Eurostar will achieve a 25% reduction in CO2 emissions per passenger journey by 2012 by:• Installing energy meters on trains to help drivers drive as economically as possible• Fitting new controls for train lighting, heating and air-conditioning to reduce power consumption• Working with suppliers, particularly Eurotunnel and Network Rail, to source cleaner electricity supplies• Making even better use of train capacity• Designing energy efficiency into the mid-life re-engineering of the train fleet
Whilst CO2 emissions from generating the electricity that powers the trains are overwhelmingly Eurostar's largest environmental impact, the business is also committing to a 10-point plan to reduce all other impacts.
The plan is based on three principles governing the use of materials and supplies: reduce usage wherever possible, source supplies responsibly, and recycle what is used or produced. It includes:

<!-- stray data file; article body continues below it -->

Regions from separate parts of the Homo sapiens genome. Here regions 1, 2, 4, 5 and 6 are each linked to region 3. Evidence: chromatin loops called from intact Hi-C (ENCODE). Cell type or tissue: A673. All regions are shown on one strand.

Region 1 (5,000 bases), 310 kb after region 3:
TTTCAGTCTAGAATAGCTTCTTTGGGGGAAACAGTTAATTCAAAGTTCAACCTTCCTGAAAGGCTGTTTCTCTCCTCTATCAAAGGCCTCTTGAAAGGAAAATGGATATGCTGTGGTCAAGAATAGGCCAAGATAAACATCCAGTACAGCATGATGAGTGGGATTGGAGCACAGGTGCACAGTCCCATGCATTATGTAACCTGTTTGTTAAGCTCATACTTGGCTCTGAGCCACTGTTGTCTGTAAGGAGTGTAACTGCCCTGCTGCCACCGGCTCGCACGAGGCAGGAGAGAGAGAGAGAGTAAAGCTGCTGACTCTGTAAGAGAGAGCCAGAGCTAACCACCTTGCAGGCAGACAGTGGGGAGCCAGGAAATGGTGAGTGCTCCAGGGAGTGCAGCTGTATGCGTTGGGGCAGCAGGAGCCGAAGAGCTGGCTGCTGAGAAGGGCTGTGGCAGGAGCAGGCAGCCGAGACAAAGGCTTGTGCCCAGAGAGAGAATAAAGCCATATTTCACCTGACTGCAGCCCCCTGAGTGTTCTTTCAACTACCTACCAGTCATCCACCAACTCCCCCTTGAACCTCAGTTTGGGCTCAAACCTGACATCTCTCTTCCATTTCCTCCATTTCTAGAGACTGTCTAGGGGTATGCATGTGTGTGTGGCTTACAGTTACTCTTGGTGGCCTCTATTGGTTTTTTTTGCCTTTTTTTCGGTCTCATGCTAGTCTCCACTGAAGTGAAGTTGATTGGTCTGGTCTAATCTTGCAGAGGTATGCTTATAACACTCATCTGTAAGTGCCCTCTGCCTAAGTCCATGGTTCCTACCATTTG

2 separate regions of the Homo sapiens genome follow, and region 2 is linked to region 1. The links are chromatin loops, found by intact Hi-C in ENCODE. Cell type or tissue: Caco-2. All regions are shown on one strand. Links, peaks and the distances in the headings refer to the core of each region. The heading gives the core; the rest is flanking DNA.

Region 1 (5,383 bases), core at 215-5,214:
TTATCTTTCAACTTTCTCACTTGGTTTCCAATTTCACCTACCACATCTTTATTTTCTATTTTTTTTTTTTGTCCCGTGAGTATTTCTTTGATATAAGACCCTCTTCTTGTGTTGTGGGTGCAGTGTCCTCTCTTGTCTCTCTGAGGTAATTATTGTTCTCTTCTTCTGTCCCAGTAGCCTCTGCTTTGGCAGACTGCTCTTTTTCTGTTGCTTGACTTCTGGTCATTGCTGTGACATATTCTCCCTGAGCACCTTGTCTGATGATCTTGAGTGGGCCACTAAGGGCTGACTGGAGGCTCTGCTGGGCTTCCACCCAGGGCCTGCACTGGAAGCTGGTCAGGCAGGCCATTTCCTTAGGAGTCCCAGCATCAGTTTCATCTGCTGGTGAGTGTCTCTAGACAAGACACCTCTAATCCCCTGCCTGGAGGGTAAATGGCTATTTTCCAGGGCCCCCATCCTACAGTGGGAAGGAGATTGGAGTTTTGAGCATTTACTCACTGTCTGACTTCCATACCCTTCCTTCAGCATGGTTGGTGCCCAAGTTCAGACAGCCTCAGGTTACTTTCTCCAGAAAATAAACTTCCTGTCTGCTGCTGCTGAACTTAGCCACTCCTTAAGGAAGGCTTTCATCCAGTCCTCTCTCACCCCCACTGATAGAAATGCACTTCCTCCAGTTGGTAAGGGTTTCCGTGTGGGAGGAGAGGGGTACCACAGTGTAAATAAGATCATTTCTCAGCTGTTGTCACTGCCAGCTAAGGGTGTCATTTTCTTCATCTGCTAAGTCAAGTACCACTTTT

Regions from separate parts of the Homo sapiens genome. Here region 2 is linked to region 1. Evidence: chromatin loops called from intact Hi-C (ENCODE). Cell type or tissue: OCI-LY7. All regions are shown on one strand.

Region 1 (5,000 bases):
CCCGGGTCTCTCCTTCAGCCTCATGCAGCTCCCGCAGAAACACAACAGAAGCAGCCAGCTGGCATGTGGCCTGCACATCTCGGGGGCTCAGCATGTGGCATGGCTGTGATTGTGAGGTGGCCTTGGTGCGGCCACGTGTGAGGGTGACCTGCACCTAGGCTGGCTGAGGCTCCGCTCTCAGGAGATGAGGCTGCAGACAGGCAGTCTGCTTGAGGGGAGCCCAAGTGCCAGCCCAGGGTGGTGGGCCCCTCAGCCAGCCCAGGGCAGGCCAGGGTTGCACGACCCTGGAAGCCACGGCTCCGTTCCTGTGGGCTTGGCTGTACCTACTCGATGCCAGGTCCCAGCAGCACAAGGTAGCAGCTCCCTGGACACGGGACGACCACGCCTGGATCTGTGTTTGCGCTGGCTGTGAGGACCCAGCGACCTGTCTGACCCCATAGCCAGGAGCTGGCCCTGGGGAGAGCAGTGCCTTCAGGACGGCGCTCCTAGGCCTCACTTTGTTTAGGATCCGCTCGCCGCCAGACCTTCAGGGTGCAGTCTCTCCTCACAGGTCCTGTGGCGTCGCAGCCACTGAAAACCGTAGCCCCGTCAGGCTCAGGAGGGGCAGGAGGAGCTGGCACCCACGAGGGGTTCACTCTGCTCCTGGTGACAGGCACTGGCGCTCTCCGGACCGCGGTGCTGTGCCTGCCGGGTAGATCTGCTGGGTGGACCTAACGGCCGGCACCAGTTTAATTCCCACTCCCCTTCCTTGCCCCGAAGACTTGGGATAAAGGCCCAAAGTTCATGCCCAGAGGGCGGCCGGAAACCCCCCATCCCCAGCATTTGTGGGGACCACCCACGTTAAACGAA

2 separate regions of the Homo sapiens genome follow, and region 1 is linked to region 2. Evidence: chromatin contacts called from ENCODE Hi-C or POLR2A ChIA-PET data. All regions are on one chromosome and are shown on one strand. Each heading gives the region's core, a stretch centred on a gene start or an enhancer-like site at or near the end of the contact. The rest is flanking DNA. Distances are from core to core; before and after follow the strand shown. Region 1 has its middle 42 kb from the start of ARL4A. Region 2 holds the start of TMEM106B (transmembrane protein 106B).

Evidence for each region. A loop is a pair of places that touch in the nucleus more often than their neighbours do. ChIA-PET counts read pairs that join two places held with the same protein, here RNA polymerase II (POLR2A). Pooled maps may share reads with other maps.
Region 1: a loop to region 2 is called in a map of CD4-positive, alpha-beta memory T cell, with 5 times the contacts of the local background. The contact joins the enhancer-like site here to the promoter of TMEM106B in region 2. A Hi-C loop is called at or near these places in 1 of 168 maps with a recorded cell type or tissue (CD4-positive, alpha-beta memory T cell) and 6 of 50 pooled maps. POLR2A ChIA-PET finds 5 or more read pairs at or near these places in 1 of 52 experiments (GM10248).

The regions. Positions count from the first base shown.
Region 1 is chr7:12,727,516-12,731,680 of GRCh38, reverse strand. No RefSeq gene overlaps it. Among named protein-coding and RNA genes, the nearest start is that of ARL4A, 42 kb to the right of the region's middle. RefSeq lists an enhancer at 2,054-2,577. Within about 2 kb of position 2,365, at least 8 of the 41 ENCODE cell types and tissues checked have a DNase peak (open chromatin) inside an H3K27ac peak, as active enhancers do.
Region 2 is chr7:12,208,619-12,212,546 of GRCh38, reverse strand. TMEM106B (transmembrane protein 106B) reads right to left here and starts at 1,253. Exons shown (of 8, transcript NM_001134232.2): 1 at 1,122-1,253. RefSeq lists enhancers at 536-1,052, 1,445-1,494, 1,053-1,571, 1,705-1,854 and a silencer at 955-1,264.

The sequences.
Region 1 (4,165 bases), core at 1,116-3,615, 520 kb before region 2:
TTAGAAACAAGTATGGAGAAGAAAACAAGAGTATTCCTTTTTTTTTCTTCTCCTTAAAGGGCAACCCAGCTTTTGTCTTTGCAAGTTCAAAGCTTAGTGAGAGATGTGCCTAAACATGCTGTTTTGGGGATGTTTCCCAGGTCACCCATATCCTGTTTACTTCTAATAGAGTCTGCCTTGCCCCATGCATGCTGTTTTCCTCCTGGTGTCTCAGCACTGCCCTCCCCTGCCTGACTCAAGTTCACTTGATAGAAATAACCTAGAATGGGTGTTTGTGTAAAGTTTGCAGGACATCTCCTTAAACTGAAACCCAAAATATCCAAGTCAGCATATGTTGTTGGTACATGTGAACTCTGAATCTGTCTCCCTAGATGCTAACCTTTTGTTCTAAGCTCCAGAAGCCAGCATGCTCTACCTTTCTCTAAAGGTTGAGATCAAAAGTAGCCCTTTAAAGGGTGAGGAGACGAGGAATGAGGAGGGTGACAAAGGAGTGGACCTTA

• Separating, sorting and recycling all on-board waste, including food waste, by the most appropriate methods
• Replacing train air-conditioning refrigerants with the less environmentally damaging chemical R134a by 2008 – seven years before the EU deadline
• Helping travellers reduce CO2 emissions when accessing Eurostar services by providing journey planner information and ticket sales for public transport options, and developing new travel initiatives and partnerships
• Sorting and recycling waste from stations, offices and the Temple Mills maintenance depot, with the goal of zero disposal to landfill; and with 80 per cent of waste to be recycled by 2009
• Ensuring that lighting, heating and mechanical plant at stations, depots and offices are as energy efficient as possible; developing a 'switch-off' culture; and procuring electricity from greener sources of energy
• Reusing water from train-washing at the new Temple Mills maintenance depot, and investing in rainwater collection to further reduce consumption
• Reducing paper usage by switching to e-tickets and bar code ticketing downloaded to mobile phones; undertaking direct marketing via email and web-based information; and where paper is unavoidable, sourcing from sustainable forests or recycled paper, and recycling all used paper
• Ensuring on-board disposable items (e.g. cups, plates, napkins) are either biodegradable (made from maize extract) or fully recyclable
• Refurbishing or de-branding and recycling used staff uniforms